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Home > Journals > European Journal of Physical and Rehabilitation Medicine > Past Issues > Europa Medicophysica 2005 December;41(4) > Europa Medicophysica 2005 December;41(4):265-73



A Journal on Physical Medicine and Rehabilitation after Pathological Events

Official Journal of the Italian Society of Physical and Rehabilitation Medicine (SIMFER), European Society of Physical and Rehabilitation Medicine (ESPRM), European Union of Medical Specialists - Physical and Rehabilitation Medicine Section (UEMS-PRM), Mediterranean Forum of Physical and Rehabilitation Medicine (MFPRM), Hellenic Society of Physical and Rehabilitation Medicine (EEFIAP)
In association with International Society of Physical and Rehabilitation Medicine (ISPRM)
Indexed/Abstracted in: CINAHL, Current Contents/Clinical Medicine, EMBASE, PubMed/MEDLINE, Science Citation Index Expanded (SciSearch), Scopus
Impact Factor 2,063

Frequency: Bi-Monthly

ISSN 1973-9087

Online ISSN 1973-9095


Europa Medicophysica 2005 December;41(4):265-73


The effects of traumatic brain injury on patients and their families. A follow-up study

Inzaghi M. G. 1, De Tanti A. 2, Sozzi M. 3, 4

1 Department of Neuropsychology Centro Riabilitativo Villa Beretta Valduce Hospital, Como, Italy
2 Centro Cardinal Ferrari, Fontanellato, Parma, Italy
3 DiSCoF, University of Trento Polo di Rovereto, Rovereto, Italy
4 DPSS, University of Padova, Padova, Italy

Aim. With this study we wanted to verify whether the same uneasiness elements as those described by numerous previous studies also existed in an Italian sample of traumatic brain-injured (TBI) patients.
Methods. A follow-up investigation was conducted on a sample of 16 subjects who had suffered severe TBI 5 to 10 years earlier. Based on series of neuropsychological tests, the patients’ levels of remaining autonomous function were assessed. For each patient, a family reference person was identified with a semistructured interview to define how they dealt with the consequences of the trauma within the familial nucleus, what motivated their choices, the social outcome of the familial nucleus, the behavioral outcome, and the social- and work-related outcomes of the patient. The caregiver’s current emotions were also analyzed.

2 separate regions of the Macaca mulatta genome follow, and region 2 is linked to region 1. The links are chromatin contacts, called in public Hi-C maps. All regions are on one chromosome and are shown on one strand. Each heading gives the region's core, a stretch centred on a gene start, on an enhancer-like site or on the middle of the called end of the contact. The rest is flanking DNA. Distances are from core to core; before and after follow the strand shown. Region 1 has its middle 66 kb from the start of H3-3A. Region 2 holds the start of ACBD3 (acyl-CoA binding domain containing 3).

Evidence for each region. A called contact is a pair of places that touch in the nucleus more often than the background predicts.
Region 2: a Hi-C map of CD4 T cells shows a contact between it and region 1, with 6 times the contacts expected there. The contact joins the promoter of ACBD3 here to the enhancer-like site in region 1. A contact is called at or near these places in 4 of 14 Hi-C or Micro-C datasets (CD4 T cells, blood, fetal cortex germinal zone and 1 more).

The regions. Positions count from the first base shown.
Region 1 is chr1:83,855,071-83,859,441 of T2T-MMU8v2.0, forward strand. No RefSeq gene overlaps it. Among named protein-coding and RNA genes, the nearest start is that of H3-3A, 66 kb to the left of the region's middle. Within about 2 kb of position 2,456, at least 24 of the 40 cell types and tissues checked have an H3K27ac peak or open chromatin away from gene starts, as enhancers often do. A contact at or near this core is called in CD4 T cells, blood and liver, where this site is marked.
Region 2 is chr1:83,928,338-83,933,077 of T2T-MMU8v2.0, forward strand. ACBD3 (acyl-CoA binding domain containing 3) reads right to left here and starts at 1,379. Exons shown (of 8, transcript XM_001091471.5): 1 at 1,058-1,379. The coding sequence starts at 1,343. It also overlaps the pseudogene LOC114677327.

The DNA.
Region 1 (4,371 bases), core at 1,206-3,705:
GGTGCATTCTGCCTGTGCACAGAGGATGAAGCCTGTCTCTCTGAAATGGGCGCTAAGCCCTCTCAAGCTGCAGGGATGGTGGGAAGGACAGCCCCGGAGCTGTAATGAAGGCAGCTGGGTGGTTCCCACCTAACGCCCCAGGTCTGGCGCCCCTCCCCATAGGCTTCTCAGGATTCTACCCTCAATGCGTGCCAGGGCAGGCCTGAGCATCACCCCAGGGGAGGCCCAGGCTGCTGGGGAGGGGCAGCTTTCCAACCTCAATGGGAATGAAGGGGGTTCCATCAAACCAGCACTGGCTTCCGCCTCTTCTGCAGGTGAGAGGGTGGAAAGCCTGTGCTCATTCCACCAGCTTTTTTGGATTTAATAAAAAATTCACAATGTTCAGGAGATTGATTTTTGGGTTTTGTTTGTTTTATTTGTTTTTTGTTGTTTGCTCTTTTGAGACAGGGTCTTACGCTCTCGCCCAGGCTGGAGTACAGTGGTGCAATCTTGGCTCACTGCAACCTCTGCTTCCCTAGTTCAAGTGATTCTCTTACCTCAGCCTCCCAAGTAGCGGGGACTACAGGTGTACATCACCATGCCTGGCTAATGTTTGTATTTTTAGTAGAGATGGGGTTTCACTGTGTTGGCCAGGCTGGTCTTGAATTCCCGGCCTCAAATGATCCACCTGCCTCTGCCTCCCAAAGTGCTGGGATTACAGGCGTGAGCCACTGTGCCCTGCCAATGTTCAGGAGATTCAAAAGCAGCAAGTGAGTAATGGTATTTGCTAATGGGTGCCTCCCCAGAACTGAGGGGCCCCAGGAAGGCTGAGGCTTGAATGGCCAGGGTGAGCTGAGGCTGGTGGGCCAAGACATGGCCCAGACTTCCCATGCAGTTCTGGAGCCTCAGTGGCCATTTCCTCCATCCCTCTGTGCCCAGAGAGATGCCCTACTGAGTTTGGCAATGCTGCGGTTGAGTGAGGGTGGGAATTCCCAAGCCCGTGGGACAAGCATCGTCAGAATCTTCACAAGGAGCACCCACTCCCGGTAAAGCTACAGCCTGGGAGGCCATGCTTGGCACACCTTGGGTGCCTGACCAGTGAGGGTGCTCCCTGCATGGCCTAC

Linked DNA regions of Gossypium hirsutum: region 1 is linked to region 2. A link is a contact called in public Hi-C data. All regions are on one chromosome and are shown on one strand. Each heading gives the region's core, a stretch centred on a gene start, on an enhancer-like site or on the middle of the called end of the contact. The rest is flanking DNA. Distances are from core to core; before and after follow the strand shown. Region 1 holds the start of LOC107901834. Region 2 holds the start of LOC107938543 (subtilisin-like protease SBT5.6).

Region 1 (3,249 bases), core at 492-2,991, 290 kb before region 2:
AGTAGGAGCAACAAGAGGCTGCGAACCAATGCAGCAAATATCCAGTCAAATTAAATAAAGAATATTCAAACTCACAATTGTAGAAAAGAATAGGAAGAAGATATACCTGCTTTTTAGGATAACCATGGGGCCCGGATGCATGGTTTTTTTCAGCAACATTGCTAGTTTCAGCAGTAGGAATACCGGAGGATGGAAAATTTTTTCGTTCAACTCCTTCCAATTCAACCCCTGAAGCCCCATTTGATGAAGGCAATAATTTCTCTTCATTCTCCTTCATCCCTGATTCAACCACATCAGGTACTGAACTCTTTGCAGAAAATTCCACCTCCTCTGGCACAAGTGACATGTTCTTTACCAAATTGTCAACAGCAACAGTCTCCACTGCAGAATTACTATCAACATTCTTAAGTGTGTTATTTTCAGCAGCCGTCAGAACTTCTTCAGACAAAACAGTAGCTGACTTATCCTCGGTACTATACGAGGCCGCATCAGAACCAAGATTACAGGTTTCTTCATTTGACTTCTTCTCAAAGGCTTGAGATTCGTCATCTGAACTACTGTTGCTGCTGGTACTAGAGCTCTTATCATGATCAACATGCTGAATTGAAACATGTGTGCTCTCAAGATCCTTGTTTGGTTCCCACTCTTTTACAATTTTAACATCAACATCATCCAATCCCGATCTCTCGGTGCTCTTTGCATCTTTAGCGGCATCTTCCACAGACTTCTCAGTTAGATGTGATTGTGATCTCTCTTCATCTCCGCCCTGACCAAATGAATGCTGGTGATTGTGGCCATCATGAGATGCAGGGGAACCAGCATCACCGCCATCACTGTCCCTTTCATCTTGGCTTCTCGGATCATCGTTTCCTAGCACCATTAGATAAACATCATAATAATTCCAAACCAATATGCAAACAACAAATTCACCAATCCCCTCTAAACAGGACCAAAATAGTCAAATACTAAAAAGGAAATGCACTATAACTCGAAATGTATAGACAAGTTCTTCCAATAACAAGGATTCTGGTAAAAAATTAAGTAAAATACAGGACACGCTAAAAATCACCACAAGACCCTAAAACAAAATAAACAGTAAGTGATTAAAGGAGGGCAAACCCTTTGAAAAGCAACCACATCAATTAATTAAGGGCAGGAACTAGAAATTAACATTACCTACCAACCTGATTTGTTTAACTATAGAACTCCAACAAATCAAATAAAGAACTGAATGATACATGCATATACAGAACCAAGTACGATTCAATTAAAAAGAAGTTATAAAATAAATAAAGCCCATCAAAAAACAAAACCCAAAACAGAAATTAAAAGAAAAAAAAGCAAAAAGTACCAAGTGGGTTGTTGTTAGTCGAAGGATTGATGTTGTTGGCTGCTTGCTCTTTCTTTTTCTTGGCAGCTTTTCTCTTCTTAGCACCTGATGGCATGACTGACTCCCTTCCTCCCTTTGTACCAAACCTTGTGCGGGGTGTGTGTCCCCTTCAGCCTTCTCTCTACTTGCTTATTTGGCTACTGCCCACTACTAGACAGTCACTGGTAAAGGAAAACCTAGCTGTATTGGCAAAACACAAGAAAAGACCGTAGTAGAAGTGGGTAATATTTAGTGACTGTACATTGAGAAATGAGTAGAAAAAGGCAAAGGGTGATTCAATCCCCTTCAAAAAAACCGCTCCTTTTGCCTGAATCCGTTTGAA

Results. The study results confirmed that the family felt isolated from the social groups it used to belong to, and that few patients had fully achieved reinsertion into their social and/or work environments. Only 50% of subjects had returned to their job, most of them finding work at a lower level. The closest relatives reported experiencing a state of hardship. Many (70%) care-givers expressed by a steady feeling of worry but had devised effective compensatory strategies over the course of the study period to deal with depression. Such compensation appeared to be the result of the care-givers’ awareness of the need to cope with situations where the patients very often depended on them. The hardship level the patient’s familial nucleus experienced was not correlated with the patient’s social- and work-related outcome, and elements of difficulty were evident among the relatives of patients who had returned to a productive life and those who were close to the family. The presence of severe cognitive and/or behavioral disability was a major factor in generating concern and worry about the future. In cases where the patient was severely disabled, the happiness level perceived by the patient’s relatives, as expressed on a 5-point Likert scale, was 2.1, whilst in cases where disability was absent the level was 3.5.
Conclusion. Our observations confirm evidence from previous studies that even many years after a severe trauma incident, a state of disability and/or hardship involving the entire familial nucleus persists.

language: English


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